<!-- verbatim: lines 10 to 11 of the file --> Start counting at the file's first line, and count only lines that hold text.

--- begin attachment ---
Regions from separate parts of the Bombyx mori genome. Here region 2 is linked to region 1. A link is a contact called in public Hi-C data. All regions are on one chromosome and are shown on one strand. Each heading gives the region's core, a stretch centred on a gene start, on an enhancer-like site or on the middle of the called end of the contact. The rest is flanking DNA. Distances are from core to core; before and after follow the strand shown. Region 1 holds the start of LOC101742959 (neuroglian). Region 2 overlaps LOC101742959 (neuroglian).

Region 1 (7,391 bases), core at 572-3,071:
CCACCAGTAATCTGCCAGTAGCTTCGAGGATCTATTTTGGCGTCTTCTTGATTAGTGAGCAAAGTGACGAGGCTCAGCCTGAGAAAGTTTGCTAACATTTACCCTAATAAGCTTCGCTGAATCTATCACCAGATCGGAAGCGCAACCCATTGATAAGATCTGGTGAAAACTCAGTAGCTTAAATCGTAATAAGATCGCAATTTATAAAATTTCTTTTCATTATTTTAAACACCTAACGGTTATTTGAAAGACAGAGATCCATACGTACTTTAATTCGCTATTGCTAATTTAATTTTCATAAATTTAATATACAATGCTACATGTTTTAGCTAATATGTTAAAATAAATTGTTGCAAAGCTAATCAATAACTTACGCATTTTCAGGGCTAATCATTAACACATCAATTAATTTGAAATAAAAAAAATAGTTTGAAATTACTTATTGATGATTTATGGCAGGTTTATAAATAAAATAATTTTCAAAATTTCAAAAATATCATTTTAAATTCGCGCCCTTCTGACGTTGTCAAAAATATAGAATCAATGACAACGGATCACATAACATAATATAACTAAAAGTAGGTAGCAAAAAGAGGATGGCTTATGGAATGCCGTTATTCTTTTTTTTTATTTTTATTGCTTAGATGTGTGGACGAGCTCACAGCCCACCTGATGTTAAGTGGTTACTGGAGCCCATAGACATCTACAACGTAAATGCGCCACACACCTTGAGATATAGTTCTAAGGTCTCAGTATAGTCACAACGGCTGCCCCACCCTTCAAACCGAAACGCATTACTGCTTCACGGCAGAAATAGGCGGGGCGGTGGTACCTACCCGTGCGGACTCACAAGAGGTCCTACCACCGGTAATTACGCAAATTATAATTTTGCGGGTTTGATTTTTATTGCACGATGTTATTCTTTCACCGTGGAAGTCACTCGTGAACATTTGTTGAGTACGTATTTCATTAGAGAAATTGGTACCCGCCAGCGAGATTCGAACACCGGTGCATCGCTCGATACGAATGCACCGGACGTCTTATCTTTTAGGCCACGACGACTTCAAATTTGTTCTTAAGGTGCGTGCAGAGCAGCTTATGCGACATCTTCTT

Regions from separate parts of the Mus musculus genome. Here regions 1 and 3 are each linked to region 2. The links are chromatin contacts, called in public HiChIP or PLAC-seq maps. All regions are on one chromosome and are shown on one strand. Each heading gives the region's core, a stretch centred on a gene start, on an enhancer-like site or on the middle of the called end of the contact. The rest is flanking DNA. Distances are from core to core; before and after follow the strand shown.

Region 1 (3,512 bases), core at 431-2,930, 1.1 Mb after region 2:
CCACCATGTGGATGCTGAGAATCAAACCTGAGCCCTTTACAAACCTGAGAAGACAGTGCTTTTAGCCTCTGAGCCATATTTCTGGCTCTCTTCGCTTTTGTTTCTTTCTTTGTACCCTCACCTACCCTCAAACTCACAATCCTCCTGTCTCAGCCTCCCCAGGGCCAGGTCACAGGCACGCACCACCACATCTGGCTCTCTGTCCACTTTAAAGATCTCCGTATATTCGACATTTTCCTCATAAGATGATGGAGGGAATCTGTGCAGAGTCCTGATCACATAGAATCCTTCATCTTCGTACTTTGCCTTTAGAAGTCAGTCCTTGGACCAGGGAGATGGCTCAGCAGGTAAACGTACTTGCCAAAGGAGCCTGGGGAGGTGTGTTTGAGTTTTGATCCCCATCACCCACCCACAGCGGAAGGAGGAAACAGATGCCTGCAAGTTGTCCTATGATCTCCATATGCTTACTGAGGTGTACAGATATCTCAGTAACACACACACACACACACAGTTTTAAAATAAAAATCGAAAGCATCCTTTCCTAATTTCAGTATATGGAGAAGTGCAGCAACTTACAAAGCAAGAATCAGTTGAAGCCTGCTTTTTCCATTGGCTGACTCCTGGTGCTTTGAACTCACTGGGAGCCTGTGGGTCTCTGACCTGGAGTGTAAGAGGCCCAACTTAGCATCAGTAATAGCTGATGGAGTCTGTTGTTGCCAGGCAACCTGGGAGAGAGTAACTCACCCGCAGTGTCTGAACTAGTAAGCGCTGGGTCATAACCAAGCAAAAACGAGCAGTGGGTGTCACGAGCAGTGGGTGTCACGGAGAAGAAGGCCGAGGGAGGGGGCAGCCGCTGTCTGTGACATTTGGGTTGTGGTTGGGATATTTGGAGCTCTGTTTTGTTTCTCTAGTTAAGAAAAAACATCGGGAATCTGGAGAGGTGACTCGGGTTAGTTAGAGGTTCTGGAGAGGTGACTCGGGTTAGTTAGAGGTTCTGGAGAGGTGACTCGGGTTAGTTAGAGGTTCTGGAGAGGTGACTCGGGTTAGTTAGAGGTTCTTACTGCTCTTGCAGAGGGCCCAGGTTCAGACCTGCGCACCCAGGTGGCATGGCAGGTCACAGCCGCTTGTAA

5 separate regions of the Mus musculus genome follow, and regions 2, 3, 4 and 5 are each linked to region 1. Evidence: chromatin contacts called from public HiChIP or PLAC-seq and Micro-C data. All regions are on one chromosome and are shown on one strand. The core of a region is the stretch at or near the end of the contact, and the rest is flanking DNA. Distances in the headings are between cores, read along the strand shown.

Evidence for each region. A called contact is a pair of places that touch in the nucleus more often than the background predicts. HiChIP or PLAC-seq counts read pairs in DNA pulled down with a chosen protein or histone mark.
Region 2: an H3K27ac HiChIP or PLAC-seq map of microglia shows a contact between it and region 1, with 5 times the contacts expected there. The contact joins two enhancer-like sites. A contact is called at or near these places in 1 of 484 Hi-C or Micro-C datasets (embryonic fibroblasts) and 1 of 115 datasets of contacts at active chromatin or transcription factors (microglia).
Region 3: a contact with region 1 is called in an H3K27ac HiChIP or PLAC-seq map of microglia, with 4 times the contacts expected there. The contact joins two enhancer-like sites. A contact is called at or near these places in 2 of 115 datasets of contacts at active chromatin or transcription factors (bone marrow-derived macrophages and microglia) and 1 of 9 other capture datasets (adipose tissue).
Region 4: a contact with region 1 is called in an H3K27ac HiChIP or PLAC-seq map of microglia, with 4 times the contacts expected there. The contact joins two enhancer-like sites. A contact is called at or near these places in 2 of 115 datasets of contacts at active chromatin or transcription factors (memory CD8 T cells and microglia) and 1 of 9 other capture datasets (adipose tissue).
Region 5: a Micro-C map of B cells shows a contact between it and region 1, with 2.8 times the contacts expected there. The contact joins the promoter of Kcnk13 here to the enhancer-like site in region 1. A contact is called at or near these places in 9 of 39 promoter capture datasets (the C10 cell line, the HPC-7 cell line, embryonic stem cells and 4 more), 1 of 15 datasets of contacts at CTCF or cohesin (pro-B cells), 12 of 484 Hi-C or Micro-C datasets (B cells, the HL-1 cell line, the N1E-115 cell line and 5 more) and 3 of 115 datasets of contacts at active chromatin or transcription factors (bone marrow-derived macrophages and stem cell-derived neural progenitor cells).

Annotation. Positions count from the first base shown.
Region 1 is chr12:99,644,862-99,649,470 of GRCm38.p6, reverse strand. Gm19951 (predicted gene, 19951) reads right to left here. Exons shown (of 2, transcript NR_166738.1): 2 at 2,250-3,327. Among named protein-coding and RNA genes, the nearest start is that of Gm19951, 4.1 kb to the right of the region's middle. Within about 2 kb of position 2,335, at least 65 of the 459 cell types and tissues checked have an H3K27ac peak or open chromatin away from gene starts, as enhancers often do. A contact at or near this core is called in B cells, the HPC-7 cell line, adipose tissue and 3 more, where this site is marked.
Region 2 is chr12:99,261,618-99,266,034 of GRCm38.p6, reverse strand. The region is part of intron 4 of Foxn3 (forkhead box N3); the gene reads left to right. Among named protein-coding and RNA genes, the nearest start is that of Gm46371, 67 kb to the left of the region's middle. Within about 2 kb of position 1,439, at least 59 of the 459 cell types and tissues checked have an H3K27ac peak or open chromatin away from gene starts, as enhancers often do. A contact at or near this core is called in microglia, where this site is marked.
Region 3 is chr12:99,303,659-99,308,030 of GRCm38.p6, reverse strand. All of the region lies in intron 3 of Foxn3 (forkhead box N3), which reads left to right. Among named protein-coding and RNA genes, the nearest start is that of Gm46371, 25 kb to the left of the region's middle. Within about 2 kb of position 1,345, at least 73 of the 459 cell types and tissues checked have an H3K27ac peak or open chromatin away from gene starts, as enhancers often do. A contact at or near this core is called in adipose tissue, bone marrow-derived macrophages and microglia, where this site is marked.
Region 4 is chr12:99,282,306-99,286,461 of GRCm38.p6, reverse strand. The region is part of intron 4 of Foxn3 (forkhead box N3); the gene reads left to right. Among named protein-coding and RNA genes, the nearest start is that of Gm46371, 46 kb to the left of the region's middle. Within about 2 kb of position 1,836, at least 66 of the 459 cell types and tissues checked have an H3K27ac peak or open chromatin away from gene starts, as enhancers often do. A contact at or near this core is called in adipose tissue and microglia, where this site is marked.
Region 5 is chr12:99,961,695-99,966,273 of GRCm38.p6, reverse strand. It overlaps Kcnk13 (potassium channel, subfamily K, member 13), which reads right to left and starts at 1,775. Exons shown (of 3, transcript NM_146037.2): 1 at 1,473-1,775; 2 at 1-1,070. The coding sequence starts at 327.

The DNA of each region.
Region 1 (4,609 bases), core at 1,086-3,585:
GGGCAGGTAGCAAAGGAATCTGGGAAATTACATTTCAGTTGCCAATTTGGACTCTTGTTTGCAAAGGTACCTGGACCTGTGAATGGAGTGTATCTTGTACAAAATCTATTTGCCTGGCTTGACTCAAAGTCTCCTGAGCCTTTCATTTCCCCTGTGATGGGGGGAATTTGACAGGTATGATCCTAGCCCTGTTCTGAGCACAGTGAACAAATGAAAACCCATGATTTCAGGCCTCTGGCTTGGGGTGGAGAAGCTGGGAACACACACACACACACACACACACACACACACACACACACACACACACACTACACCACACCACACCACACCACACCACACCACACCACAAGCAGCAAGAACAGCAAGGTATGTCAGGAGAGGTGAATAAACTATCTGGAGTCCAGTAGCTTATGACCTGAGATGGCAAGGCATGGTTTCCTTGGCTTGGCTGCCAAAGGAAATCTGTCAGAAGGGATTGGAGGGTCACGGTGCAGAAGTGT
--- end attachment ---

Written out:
Region 3: a contact with region 1 is called in an H3K27ac HiChIP or PLAC-seq map of microglia, with 4 times the contacts expected there. The contact joins two enhancer-like sites. A contact is called at or near these places in 2 of 115 datasets of contacts at active chromatin or transcription factors (bone marrow-derived macrophages and microglia) and 1 of 9 other capture datasets (adipose tissue).
Region 4: a contact with region 1 is called in an H3K27ac HiChIP or PLAC-seq map of microglia, with 4 times the contacts expected there. The contact joins two enhancer-like sites. A contact is called at or near these places in 2 of 115 datasets of contacts at active chromatin or transcription factors (memory CD8 T cells and microglia) and 1 of 9 other capture datasets (adipose tissue).